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Out of all the macronutrients, fats are the most nutrient dense so it is natural to think that we should cut them down as much as possible if trying to lose weight, right? If we go back almost 50 years, the U.S. government first told us to eat little fat and minimize saturated fats to reduce the risk of cardiovascular disease, cancer, high blood pressure, and a whole lot of other problems, so we saw a change in the food industry benefiting low-fat foods. They did not predict the change would do nothing to slow the rates of heart disease, obesity, and type 2 diabetes in our country. Ironically, the prevalence of these problems continued to climb!

So…does eating fat makes me fat? Not exactly, especially when you are eating the right kind of fats. With that being said, all fats are NOT the same. Among the fats, there are some that are bad and some that are good. Trans fat, or hydrogenated fats, are created by a chemical process that turns liquid fats (oils) into semisolid or solid fats at room temperatures to prolong the shelf-life of products and reduce the need for refrigeration. This ingredient is commonly used in pre-packaged baked goods, snack items, fast foods, margarine, and shortenings — also referred as "partially hydrogenated oils" on food labels — and are associated with an increased risk for heart disease. This is why it’s helpful to avoid products made with hydrogenated or partially-hydrogenated oils.

Then there are the saturated fats. Some studies have shown diets rich in saturated fats can increase LDL (the “bad”) cholesterol, which can increase the chances of blockages to form in arteries in the heart and elsewhere in the body. However, some recent studies call that health risk association into question; regardless, more research is needed on this subject. Due to the potential for causing heart problems and weight gain, nutrition experts recommend limiting saturated fat to less than 10% of your daily calories intake. Saturated fats are generally found in animal fat sources, are naturally solid at room temperature, and commonly found in foods such as lard, butter, milk fat, fatty cuts of red meat, ice cream and cheese.

Now let’s talk about the good fats or the fats that you want to eat more of than the other kinds, unsaturated fats. Unsaturated fats are further broken down into monounsaturated fats and polyunsaturated fats. The Seven Countries Study during the 1960 revealed that people in the Mediterranean region had a lower rate of heart disease despite a high-fat diet. The main fat in their diet comes from olive oil, which contains mainly monounsaturated fat. Replacing saturated fats with monounsaturated fats can help lower LDL cholesterol without lowering the HDL cholesterol. Some good sources of these healthy fats are olives and olive oils, avocado, as well as nuts and seeds.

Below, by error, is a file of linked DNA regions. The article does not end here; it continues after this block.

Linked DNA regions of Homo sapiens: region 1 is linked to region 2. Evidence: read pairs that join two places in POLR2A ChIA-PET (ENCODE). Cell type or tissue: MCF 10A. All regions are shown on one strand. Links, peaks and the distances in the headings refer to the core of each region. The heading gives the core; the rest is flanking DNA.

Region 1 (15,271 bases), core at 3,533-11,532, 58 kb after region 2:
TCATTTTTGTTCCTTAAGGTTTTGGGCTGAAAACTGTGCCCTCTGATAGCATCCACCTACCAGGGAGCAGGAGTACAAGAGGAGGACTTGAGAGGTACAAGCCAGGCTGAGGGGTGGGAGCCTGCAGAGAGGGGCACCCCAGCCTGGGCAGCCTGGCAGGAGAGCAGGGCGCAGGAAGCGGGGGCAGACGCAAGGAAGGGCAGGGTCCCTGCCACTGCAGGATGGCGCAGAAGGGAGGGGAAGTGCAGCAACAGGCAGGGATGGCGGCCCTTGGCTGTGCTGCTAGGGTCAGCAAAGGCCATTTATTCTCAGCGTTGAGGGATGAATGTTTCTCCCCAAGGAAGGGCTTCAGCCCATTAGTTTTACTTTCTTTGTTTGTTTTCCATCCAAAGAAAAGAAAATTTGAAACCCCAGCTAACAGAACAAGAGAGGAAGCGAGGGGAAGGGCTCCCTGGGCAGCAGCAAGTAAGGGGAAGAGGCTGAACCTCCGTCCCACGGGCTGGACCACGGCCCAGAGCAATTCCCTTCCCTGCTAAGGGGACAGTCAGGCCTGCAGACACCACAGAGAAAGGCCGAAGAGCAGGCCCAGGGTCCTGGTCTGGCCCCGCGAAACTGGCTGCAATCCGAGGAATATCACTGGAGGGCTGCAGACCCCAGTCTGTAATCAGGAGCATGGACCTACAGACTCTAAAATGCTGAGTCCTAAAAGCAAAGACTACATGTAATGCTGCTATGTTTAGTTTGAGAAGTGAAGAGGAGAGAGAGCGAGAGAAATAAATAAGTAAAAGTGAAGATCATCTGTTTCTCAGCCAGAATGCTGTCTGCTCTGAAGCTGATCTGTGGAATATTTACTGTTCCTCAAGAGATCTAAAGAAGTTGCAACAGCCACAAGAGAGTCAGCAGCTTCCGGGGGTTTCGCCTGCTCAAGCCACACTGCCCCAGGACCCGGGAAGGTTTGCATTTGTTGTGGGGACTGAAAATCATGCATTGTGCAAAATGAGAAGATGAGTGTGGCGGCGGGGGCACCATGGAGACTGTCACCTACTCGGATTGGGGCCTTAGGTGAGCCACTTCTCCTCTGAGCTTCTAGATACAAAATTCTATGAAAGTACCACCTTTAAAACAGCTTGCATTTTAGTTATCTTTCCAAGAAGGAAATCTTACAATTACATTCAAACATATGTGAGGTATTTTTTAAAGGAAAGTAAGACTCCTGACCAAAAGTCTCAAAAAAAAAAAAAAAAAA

Polyunsaturated fats have also been shown to improve the ratio of “good” HDL to “bad” LDL cholesterol in the blood. The well known omega-3 fatty acids, which cannot be produced in the body at adequate amounts, belong to the polyunsaturated fat category. They are essential fats, used in maintaining a whole host of body functions. Some rich sources of polyunsaturated fats and omega-3 fatty acids include fatty fish such as salmon, mackerel, and sardines, flaxseeds, and walnuts.

Our bodies need fats to function normally and healthfully! Roughly 20-30% of our total daily calorie intake should be coming from fat. Next time you are on a shopping trip and are confused about which foods are good or bad fats, bust out the ShopWell app to help you sort through!

 

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Wayne is a Silicon Valley local. He holds a B.S in Clinical Nutrition from U.C. Davis and M.S in Sports Nutrition from Marywood University and is a current dietetic intern at Fresno State. He spends most of his time weightlifting and running which is probably unbalanced by his major weakness for desserts.

 

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